The U.S. Senate possesses the power to both impeach a government official and approve any treaties made by the executive branch, provided the motion wins a vote with a two-thirds majority. The Senate is also responsible for approving or rejecting presidential nominees for posts in the executive or judicial branches.
The Senate also has the power to conduct investigations into elements of the executive branch if so required, which serves the purpose of both keeping government powers in check while serving to help educate and inform the public.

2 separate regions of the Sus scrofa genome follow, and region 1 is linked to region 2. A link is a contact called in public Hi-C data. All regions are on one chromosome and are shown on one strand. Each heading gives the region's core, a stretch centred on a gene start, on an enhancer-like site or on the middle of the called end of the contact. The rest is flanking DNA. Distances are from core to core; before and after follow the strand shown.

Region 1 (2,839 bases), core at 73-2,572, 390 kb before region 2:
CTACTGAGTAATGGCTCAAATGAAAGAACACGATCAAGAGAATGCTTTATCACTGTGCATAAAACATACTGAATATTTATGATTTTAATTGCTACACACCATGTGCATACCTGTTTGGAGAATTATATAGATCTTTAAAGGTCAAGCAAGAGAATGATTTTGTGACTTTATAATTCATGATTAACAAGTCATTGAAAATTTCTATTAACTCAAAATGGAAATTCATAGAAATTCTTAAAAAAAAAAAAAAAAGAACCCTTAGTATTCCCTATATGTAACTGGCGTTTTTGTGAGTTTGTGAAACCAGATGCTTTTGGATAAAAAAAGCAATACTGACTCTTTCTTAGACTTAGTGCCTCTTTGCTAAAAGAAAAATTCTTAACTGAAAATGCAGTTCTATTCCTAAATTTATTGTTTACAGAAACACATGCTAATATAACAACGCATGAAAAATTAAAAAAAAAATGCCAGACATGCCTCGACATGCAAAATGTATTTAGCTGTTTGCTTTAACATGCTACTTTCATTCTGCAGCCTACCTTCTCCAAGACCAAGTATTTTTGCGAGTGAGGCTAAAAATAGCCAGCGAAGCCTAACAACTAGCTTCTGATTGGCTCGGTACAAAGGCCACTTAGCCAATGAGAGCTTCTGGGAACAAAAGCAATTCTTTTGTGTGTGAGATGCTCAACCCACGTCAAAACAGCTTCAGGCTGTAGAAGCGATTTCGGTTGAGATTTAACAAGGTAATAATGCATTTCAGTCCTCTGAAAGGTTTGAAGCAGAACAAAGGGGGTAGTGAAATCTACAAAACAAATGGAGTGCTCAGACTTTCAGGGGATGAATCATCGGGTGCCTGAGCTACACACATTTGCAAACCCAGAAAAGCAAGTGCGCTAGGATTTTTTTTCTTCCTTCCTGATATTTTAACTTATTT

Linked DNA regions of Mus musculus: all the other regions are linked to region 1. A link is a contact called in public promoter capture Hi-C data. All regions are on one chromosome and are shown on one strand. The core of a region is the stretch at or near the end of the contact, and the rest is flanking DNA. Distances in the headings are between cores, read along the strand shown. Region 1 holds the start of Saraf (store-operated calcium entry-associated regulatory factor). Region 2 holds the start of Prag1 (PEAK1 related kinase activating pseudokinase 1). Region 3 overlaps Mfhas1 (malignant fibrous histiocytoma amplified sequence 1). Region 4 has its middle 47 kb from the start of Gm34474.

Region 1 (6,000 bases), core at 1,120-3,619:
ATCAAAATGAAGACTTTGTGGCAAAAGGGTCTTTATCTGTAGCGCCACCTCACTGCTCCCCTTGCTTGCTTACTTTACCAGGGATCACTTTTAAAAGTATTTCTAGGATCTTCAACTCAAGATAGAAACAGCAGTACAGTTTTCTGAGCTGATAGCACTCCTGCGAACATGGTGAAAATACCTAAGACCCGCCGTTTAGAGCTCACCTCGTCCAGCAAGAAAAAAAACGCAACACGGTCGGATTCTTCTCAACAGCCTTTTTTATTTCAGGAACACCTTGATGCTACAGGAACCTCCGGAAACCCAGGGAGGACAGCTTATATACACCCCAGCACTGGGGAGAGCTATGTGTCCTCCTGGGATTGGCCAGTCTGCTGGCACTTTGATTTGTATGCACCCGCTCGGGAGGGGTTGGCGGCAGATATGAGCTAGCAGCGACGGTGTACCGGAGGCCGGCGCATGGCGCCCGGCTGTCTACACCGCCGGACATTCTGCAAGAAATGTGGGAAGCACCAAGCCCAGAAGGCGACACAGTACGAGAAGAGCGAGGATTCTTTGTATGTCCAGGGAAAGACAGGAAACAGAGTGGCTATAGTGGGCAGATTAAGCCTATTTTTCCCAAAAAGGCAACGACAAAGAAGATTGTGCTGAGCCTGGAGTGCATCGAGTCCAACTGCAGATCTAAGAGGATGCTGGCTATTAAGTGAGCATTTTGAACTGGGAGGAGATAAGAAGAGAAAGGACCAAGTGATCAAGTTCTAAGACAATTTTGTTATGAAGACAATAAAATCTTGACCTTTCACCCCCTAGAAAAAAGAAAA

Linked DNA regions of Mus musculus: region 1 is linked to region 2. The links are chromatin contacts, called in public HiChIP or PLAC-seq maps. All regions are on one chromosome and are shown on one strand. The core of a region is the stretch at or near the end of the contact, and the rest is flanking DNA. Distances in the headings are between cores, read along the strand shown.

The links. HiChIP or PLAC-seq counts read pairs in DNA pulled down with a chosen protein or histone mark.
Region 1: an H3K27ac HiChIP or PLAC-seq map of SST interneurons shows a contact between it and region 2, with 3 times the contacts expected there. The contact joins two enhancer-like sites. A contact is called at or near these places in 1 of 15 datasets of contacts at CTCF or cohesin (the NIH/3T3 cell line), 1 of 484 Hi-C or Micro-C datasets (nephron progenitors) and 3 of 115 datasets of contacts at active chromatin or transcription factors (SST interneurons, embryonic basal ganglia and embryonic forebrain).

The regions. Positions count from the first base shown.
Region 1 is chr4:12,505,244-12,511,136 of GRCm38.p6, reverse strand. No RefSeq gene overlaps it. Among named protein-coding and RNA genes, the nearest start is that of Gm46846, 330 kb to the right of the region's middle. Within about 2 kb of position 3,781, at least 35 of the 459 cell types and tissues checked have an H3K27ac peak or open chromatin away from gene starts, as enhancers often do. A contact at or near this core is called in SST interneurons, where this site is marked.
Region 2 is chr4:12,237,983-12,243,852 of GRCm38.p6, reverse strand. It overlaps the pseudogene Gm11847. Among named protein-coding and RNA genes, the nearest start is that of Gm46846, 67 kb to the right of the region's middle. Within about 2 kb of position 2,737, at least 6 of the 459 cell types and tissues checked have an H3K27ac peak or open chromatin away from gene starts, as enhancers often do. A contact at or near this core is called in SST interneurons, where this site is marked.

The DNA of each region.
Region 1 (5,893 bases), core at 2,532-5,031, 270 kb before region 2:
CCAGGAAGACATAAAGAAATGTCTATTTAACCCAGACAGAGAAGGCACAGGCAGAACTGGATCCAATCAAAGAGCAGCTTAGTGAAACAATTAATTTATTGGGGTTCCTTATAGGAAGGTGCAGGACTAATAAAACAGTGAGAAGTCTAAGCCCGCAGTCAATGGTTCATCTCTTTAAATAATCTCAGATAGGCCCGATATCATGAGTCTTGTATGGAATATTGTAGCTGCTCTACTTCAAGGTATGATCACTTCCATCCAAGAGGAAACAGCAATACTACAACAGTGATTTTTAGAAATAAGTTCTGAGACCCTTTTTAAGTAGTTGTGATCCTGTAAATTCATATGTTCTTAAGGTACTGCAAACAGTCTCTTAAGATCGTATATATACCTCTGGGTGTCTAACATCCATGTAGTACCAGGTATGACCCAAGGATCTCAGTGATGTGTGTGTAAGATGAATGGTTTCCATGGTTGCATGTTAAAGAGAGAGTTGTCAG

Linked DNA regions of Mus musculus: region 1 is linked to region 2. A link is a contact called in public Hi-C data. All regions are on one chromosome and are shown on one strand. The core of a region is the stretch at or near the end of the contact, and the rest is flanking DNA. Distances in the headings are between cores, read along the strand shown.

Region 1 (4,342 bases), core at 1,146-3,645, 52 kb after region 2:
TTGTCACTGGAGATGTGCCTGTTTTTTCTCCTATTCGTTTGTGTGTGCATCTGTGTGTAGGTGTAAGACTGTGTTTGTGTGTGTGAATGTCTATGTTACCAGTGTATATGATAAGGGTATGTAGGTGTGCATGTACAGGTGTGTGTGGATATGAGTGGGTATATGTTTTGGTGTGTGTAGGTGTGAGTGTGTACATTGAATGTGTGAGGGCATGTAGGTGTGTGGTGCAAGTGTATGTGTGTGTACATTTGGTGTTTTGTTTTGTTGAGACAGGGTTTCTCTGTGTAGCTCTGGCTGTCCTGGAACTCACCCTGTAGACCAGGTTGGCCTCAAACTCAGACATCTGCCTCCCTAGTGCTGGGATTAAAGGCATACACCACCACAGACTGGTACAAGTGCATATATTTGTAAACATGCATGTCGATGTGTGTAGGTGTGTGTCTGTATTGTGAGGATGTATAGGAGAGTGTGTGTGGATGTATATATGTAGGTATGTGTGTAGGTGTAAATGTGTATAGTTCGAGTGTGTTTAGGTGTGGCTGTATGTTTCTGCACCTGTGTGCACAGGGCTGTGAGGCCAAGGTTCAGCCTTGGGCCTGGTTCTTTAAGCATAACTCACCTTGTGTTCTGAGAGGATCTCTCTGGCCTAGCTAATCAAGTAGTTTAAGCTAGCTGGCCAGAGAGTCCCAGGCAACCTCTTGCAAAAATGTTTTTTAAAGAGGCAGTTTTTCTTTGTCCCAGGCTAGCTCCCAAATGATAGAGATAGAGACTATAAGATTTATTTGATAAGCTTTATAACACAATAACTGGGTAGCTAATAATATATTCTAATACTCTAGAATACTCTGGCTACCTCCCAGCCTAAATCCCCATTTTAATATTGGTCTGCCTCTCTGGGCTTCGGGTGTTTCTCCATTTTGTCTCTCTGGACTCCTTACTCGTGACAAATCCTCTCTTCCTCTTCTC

Filibustering, while not an official power in itself, is the ability of the Senate to delay legislation from the executive branch. This process can also be used to block a piece of proposed legislation entirely. In order for this to happen however, a debate must be won by a two-thirds majority (known as cloture), in order to delay or block legislation successfully.
The Senate also has the power to both discipline and expel its members, provided that these actions are supported by a vote. Despite having this ability, only 15 members of the Senate have ever been expelled from the entire membership since 1789, and as such this is a very rare occurrence.